|CPT Codes / HCPCS Codes / ICD-10 Codes|
|Information in the [brackets] below has been added for clarification purposes.  Codes requiring a 7th character are represented by "+":|
|ICD-10 codes will become effective as of October 1, 2015:|
|CPT codes covered if selection criteria are met:|
|63050||Laminoplasty, cervical with decompression of the spinal cord, two or more vertebral segments|
|63051||with reconstruction of the posterior bony elements (including the application of bridging bone graft and non-segmental fixation devices (e.g., wire, suture, mini-plates), when performed)|
|ICD-10 codes covered if selection criteria are met:|
|M47.011 - M47.019||Anterior spinal artery compression syndromes|
|M48.00 - M48.03
M99.20 - M99.21
M99.30 - M99.31
M99.40 - M99.41
M99.50 - M99.51
M99.60 - M99.61
M99.70 - M99.71
|Spinal stenosis of cervical region|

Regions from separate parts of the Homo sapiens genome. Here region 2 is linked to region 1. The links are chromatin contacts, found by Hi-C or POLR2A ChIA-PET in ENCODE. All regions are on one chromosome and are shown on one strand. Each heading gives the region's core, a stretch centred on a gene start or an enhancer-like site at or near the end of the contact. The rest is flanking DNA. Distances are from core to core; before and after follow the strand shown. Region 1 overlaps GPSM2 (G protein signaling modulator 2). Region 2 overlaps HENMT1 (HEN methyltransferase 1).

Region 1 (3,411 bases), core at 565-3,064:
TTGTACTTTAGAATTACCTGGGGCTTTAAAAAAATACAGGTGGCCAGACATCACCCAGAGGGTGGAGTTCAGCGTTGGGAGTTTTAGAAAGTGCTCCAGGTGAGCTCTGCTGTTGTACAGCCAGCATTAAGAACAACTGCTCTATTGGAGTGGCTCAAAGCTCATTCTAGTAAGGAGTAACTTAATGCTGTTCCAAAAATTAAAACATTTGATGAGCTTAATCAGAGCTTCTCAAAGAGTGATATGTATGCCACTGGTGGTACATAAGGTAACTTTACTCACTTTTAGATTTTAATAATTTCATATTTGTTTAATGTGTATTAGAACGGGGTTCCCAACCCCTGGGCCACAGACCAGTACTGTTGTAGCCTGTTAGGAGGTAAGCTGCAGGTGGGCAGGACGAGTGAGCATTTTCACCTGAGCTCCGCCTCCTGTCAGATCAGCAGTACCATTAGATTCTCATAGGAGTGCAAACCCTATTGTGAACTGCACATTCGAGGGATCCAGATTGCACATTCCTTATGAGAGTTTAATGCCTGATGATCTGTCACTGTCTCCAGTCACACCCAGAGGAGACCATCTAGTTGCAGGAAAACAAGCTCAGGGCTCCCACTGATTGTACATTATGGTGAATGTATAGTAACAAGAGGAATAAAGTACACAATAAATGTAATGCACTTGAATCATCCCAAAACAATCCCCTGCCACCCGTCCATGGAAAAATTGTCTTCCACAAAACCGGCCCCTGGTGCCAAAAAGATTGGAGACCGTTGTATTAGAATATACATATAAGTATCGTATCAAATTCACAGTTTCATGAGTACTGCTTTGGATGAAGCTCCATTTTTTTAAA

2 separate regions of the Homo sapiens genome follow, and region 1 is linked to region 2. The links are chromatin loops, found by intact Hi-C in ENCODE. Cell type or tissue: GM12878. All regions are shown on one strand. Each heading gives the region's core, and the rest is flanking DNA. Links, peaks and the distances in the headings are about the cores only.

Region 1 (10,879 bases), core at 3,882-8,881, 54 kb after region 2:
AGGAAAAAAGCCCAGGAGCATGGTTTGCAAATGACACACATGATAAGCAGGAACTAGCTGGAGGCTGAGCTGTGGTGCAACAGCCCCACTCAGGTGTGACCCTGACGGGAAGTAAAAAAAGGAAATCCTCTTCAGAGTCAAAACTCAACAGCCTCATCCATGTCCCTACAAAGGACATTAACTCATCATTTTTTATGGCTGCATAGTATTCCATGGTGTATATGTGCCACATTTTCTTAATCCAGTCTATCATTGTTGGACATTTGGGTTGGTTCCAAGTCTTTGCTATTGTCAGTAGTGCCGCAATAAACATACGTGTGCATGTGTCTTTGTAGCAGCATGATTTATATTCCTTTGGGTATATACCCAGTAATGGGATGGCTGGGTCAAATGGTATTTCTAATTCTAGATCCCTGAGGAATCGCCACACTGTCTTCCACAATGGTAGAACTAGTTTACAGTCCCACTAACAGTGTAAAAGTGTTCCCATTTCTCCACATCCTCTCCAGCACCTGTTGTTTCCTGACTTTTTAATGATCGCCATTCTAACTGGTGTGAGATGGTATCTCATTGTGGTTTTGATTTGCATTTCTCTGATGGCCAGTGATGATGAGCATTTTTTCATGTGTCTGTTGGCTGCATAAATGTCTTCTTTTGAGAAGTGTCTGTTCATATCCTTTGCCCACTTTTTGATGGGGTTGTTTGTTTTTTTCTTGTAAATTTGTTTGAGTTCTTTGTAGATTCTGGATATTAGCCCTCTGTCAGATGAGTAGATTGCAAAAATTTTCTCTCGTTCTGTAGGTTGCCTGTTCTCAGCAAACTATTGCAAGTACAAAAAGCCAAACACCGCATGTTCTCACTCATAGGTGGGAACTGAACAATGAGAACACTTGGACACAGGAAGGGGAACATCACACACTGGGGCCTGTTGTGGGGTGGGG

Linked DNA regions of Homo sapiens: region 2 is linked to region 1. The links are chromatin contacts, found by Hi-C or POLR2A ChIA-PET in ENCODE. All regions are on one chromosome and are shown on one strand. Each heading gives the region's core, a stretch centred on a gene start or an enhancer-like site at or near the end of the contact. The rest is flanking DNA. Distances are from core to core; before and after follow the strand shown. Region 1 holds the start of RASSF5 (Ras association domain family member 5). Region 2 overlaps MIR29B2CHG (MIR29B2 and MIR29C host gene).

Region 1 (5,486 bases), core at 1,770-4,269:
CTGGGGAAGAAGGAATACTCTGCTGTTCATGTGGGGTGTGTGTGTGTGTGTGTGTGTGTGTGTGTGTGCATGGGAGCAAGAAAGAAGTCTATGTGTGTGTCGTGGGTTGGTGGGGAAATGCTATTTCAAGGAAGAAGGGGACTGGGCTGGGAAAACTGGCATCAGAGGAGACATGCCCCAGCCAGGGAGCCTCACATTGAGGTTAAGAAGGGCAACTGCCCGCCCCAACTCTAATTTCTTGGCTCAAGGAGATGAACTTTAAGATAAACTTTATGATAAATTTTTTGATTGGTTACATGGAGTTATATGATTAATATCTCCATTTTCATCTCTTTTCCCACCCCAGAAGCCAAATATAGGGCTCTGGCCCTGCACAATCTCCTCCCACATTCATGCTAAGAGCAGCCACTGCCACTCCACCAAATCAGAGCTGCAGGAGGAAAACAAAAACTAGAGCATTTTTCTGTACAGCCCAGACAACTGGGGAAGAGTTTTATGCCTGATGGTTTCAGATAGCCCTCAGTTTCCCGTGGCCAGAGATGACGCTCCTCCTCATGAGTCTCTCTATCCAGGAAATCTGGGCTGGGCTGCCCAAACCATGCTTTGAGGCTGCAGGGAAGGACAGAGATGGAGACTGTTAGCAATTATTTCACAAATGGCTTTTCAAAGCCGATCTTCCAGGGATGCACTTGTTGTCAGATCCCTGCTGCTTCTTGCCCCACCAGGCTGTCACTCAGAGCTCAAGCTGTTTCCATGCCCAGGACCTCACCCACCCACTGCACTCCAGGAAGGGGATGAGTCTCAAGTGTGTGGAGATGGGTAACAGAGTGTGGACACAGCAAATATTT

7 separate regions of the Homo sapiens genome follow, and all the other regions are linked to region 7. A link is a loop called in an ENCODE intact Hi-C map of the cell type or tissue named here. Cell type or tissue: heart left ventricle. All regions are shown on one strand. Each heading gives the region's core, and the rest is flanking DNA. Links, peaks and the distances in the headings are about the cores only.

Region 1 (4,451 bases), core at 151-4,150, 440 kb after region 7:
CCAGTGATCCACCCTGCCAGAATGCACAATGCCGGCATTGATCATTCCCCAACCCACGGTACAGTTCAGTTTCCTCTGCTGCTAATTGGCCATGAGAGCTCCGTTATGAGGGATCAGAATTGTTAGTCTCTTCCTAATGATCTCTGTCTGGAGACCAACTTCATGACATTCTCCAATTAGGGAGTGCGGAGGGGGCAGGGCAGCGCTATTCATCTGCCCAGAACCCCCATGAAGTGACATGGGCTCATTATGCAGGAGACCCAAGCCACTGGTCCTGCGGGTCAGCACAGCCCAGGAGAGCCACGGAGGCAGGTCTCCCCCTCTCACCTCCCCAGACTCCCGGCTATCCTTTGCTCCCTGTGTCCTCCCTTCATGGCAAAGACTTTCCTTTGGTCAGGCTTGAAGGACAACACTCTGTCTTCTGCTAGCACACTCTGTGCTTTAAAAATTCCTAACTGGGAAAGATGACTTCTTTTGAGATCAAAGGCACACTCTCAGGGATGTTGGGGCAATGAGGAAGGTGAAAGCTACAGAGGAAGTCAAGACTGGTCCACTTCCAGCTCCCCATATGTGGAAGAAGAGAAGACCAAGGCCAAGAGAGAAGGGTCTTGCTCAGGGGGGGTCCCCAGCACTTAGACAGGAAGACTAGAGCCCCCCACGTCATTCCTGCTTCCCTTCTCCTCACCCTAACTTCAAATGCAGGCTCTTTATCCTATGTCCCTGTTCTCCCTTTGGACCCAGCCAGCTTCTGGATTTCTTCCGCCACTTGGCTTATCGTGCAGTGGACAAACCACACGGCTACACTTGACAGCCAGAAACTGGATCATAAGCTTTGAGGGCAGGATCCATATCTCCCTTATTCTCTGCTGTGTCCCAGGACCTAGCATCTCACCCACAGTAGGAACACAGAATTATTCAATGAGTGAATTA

|M50.00 - M50.03||Cervical disc disorder with myelopathy|
|ICD-10 codes not covered for indications listed in the CPB (not all-inclusive):|
|M46.41 - M46.43
M50.80 - M50.83
M50.90 - M50.93
|Other and unspecified cervical disc disorders|
|M47.21 - M47.23
M47.811 - M47.813
M47.891 - M47.893
|Cervical spondylosis without myelopathy|
|M50.10 - M50.13
M54.11 - M54.13
|Cervical disc disorder with radiculopathy|
|M50.20 - M50.23||Other cervical disc displacement|
|M50.30 - M50.33||Other cervical disc degeneration|
|M53.81 - M53.83||Other specified dorsopathies|
|M54.89 - M54.9||Other and unspecified dorsalgia|
|M62.40 - M62.49
M62.830 - M62.838
|Contracture of muscle|
|M96.1||Postlaminectomy syndrome, not elsewhere classified|
|M99.10 - M99.11||Subluxation complex, cervical|
|S13.100+ - S13.29x+||Subluxation and dislocation of cervical vertebra|
S13.8xx+ - S13.9xx+
|Sprain and strain of ligaments of cervical spine|